What exactly is the problem to solve? Is it passing the train in front of you that is waiting for something? Is it finding an alternative route between Berlin and Paris by going via Bern? Or some silver-bullet to solve every imagined, contrived or real problem? I find that the more complex the problem to solve is, the more fragile the solution will be. And giving people the solution they think they want or need, rather than solving the problem they have, can often prove fruitless.

Offline jamespetts

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Re: Discussion: Choose-Path-Signals and Predictability Philosophy
« Reply #10 on: August 08, 2016, 08:46:37 PM »
The problem that this is intended to solve in Experimental is allowing, for example, a train that does not stop at a station to overtake a train that does stop at a station by using a slightly longer path through the station (a different platform, for example), or to allow a faster train to overtake a slower train on a quad-track section of line with cross-overs, or automate the use of freight loops. At present, if a train stops in a station and there is a slightly longer path through the station, a train that does not stop at the station will wait until the train that stops at the station has finished loading. If wait for load is set, this might be a long wait.
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Offline prissi

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Re: Discussion: Choose-Path-Signals and Predictability Philosophy
« Reply #11 on: August 08, 2016, 10:09:10 PM »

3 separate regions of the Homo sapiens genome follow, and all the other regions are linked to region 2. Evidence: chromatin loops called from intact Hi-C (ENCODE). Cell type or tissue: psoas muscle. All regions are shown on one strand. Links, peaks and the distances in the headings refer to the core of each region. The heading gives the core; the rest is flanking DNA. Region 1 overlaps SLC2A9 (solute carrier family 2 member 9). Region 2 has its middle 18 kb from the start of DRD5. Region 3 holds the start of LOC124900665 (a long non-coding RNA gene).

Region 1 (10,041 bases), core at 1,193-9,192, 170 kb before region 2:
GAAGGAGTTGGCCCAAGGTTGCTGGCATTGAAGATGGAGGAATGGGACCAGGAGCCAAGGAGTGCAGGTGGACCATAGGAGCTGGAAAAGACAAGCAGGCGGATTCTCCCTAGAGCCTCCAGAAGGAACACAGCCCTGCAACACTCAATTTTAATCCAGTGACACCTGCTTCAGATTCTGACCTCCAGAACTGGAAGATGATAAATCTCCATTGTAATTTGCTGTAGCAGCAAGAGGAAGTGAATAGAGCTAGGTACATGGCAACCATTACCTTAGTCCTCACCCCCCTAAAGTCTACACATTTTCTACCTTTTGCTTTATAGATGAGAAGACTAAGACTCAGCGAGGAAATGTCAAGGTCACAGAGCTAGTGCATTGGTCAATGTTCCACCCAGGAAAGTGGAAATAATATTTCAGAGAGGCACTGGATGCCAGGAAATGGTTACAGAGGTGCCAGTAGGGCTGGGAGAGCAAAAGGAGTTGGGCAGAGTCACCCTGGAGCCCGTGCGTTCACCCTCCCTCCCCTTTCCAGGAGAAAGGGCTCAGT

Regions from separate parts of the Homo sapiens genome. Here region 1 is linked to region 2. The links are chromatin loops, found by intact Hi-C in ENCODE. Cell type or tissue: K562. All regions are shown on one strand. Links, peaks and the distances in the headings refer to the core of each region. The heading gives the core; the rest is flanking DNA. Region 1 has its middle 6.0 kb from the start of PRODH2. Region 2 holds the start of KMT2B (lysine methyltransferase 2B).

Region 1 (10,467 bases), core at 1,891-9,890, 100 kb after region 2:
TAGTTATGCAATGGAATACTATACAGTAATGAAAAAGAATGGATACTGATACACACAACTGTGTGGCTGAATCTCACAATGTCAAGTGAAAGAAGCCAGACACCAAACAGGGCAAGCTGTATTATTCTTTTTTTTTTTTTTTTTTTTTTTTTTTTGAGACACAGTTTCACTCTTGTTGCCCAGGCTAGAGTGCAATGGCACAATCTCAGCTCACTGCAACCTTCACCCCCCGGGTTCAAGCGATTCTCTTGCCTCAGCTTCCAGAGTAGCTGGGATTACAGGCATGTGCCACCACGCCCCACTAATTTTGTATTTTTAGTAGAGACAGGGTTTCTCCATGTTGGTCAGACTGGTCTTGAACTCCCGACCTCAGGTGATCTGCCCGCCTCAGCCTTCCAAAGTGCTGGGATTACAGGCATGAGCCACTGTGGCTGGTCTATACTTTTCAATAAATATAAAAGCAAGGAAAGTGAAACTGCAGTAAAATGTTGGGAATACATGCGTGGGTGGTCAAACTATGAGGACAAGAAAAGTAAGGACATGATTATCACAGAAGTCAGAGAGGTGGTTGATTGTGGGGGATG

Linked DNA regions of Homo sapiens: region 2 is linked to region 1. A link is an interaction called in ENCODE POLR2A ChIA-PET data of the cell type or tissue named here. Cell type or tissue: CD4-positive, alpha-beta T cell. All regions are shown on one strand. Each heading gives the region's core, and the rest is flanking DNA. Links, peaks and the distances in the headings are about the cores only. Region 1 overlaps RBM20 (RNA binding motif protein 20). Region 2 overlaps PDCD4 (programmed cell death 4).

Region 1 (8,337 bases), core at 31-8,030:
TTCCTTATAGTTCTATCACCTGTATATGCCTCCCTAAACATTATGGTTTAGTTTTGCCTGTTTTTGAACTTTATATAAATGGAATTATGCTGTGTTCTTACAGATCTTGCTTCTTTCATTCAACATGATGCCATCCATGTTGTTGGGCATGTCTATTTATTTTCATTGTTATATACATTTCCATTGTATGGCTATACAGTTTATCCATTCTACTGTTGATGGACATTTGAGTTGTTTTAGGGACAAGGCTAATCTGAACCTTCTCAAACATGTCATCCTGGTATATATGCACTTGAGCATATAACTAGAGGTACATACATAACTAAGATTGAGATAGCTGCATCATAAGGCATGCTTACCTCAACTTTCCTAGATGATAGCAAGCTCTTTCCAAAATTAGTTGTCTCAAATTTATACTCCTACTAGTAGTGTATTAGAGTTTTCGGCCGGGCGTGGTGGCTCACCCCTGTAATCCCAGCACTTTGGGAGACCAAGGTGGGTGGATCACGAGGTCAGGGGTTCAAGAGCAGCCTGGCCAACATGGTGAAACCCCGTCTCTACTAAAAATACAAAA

Yes, the answer is simply to not have platforms on the trhough track or do not schedule train there for waiting. That is way easier than any other solution (but will obviously not work with the experimental backwards schedule feature, as this tackes off control of the platform).

Offline Ters

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Re: Discussion: Choose-Path-Signals and Predictability Philosophy
« Reply #12 on: August 09, 2016, 04:44:06 AM »
The few times I have sent trains down a fast and a slow track, I've noticed that it takes the faster train a lot of time to overtake the slower if the faster train has to divert onto the fast track. If the slower train needs to divert (the routing penalty thing could be useful for this), it will slow down to be even lower speeds before it has cleared the common track. That can make it take even longer for the faster train to overtake, since it will be even more likely that the faster train had to stop before the split. I guess this can depend on how the various pak sets balance curve friction against engine power.